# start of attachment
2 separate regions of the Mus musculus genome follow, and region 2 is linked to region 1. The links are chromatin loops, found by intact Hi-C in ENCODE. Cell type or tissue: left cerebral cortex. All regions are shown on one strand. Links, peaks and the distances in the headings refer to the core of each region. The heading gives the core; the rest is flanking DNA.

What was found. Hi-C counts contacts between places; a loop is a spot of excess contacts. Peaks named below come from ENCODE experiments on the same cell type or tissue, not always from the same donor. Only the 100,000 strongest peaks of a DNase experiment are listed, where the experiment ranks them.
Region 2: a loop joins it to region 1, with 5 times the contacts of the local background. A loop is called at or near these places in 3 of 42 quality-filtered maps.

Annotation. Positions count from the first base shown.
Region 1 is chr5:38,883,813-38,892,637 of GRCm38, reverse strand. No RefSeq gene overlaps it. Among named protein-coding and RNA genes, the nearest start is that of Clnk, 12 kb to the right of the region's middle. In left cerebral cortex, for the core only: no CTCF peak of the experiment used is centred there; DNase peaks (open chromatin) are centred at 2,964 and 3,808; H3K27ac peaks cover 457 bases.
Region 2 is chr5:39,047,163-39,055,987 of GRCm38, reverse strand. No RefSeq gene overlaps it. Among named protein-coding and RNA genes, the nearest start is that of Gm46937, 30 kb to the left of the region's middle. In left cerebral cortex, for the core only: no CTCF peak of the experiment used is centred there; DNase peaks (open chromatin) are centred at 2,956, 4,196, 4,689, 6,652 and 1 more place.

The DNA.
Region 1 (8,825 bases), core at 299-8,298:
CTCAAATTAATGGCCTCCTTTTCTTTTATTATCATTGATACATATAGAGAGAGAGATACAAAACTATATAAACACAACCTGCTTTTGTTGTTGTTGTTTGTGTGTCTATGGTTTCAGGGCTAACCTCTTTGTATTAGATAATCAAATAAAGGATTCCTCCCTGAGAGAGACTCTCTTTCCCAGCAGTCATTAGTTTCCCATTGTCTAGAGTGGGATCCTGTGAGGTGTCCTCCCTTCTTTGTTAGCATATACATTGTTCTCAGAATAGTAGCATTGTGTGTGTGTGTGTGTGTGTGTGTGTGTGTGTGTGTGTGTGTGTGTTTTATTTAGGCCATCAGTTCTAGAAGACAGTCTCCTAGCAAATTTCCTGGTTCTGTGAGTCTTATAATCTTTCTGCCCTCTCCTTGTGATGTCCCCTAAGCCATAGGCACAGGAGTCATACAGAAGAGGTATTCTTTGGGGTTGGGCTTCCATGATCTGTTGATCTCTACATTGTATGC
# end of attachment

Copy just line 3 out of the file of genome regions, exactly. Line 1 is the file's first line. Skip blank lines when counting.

Region 2: a loop joins it to region 1, with 5 times the contacts of the local background. A loop is called at or near these places in 3 of 42 quality-filtered maps.